If I am right about the true reason a lot of patients postpone the transition to insulin, making the shots a once-a-week chore might not change patients' attitudes as much as Novo Nordisk is hoping.

In any cases, financial analysts are concerned that the odds are against LAI287 winning regulatory approval. You don't have to be a doctor to see that there's got to be something a bit weird and risky about an insulin shot that works for a whole week. How do they make that happen? Insulin usually breaks down fairly quickly within the body.

Actually, any hormone breaks down fairly quickly within the body, because the way hormones are supposed to work is that, after they stimulate a hormone receptor on a cell, the cell then latches onto the hormone and dissolves it. When hormones are used, they are used up. A lot of drugs function as hormone analogs: they are similar enough to given hormone to stimulate a hormone receptor. But if the cell isn't able to break down the hormone, it become reusable and has a stronger impact than the hormone it is imitating. Opium-based narcotics work this way: they resemble natural endorphins, and stimulate endorphin receptors -- but because they are hard to break down, they overstimulate the receptors -- and this leads to addiction.

LAI287 is not really insulin; it is a molecule designed to be enough like insulin to stimulate insulin receptors, but not enough like insulin for cells to be able to break it down. It continues to circulate in the bloodstream, stimulating more cells. After a week, enough of it has finally broken down that you need another shot.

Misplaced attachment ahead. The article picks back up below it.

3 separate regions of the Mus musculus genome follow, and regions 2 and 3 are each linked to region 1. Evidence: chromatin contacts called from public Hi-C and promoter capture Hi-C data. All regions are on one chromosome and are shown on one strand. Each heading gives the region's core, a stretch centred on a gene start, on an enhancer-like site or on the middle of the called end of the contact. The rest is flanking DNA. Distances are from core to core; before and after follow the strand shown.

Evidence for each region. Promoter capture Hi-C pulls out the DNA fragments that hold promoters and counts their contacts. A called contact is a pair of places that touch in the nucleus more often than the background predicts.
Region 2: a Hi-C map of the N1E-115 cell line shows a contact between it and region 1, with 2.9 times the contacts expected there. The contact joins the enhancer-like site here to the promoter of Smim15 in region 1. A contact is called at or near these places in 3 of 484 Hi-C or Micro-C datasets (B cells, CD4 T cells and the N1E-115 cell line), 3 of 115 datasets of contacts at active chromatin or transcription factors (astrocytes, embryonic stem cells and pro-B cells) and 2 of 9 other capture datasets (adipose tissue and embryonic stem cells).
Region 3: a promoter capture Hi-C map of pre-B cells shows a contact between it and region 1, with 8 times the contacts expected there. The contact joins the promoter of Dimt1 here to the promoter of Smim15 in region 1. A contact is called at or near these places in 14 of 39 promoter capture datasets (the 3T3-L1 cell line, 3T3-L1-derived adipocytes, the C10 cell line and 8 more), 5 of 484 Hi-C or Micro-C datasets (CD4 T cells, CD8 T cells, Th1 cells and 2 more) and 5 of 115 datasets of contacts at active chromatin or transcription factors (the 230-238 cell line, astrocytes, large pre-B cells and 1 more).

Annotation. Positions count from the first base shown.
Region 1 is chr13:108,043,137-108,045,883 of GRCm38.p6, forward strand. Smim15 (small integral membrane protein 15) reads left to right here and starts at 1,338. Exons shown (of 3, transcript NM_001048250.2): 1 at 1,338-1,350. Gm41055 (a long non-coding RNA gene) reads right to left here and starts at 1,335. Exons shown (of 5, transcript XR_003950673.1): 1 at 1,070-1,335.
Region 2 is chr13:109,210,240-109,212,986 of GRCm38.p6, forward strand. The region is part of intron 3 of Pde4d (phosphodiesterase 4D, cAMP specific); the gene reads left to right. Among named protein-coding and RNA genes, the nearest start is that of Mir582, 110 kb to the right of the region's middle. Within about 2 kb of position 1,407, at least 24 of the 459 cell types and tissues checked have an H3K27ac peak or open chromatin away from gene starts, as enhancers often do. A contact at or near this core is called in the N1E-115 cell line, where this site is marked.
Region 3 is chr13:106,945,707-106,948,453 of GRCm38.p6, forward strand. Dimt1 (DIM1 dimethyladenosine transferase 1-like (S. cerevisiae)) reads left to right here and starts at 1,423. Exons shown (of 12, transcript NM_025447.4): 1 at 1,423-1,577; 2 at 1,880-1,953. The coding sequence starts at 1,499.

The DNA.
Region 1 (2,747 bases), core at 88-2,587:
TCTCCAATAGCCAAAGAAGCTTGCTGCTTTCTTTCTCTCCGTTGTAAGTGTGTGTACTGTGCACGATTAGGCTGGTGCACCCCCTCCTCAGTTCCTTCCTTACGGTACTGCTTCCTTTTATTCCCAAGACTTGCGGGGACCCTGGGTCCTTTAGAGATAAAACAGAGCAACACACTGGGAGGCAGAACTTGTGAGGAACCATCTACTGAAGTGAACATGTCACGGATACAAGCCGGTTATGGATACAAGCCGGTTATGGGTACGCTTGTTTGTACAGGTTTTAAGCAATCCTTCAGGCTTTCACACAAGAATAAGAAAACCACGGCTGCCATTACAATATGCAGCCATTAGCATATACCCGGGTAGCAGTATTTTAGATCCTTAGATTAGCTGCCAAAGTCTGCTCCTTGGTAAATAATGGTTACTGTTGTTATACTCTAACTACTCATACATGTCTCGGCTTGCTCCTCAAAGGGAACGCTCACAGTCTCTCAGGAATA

What seems riskiest to me about this scheme is that, for a week, that patient's circulating insulin level is going to be fairly high, even during times when the patient's blood sugar is low. Wouldn't this cause a serious risk of hypoglycemic episodes?

I suppose that is why Novo Nordisk is planning to use LAI287 as a drug for Type 2 patients but not Type 1 patients. Because Type 1 patients have no other sources of insulin, having a constant high dose of the stuff would be too risky. But for Type 2 patients, insulin is only used to supplement whatever amount of insulin the body is producing on its own; if LAI287 is only part of the mix, not the patient's sole source of insulin, then perhaps a safe minimum dosage of it can be used, and its impact on the total insulin supply won't be too dramatic.

Still, it sounds like a risky thing to me -- not only medically, but as a business speculation.

I'm sure patients who do take insulin shots would rather do it once a week than several times a day. But I don't know that this is going to entice very many people to make that psychologically burdensome transition from non-insulin use to insulin use.

I, too, am trying to put off taking insulin shots as long as possible. But I'm also trying to put off taking pills as long as possible, so my own needle phobia is a long way from being put to the test.